Video games have been with us for well over a generation now. Many parents have been around long enough to have played through their own parents’s concerns for gaming while growing up themselves. Still, parents may wonder how to think through today’s games. On one end is, “I did fine with them,” and not give much of a thought to their own kids’ playing. Alternatively, the realism and depth of interaction available in today’s games may warrant a different concern.
When thinking about whether video games may be a problem, a better means of measurement than time is responsibility. While many say that today’s games are different from before, our responsibilities and tasks of development are largely the same. If responsibilities are met, if friendships are being developed, and interests are being pursued, then playing games may even enhance these same life activities.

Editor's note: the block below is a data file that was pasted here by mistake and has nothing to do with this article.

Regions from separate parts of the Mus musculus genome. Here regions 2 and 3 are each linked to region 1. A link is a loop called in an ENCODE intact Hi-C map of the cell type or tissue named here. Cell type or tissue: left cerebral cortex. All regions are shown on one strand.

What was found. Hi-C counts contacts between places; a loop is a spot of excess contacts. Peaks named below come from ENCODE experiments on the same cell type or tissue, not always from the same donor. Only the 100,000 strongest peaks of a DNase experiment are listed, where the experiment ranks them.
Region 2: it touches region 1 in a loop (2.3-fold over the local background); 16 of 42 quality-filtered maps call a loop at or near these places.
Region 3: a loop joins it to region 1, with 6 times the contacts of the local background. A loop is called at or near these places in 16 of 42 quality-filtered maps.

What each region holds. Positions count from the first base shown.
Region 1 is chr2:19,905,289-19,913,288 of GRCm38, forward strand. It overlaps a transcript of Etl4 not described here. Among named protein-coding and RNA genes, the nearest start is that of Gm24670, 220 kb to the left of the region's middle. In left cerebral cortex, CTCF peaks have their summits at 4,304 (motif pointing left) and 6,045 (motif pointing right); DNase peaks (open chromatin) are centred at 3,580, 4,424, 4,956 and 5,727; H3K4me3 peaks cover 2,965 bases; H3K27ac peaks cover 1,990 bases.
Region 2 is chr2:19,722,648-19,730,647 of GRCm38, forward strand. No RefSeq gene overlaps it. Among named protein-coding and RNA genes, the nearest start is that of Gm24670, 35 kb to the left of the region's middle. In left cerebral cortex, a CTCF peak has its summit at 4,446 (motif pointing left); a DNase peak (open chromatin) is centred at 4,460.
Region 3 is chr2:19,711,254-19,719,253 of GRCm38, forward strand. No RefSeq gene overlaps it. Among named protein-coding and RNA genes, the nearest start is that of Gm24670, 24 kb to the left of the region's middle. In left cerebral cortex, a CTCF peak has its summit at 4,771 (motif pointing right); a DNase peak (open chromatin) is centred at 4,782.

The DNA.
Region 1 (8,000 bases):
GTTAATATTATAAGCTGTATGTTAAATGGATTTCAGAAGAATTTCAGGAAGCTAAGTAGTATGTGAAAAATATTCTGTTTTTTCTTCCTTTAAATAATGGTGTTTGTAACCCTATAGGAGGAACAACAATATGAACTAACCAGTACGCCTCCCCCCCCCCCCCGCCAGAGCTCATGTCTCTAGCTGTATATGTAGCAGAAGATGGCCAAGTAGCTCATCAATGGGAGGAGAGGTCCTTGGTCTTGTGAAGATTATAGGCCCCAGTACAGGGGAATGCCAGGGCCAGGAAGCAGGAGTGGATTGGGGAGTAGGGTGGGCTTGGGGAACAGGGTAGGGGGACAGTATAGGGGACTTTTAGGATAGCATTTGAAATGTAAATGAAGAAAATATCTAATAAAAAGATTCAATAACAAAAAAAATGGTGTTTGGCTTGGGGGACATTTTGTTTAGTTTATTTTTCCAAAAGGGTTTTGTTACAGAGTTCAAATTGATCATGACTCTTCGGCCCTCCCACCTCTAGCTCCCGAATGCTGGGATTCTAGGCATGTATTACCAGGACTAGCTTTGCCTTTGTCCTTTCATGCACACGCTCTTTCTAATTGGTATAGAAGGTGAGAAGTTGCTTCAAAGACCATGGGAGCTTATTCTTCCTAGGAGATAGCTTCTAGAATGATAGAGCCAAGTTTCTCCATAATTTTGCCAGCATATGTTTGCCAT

Looking at game play this way gives families and individuals a better understanding and more fluid control over gaming, than by a time related approach, for example. If grades are falling or if social activities are lost, one may even use these as conditions for future game play. It may be easier to enforce a game related limit when you can have a discussion about responsibilities than about arbitrary time distinctions.
Games and playing can even be a means of learning. Consider joining your child in play. It can help provide not only a means of knowing a game’s natural divisions where limits may be enforced, it can also foster a connection with your child while you can learn their process of learning. What games they are playing, how they are playing, how they connect to others, and what they enjoy are all available when you play together.
Kourosh Dini, MD
Kourosh Dini, MD is a Chicago-based psychiatrist and therapist trained in adult, child, and adolescent psychiatry.
He is the winner of Mom's Choice and National Parenting Publications Awards for his book, Video Game Play and Addiction: A Guide for Parents.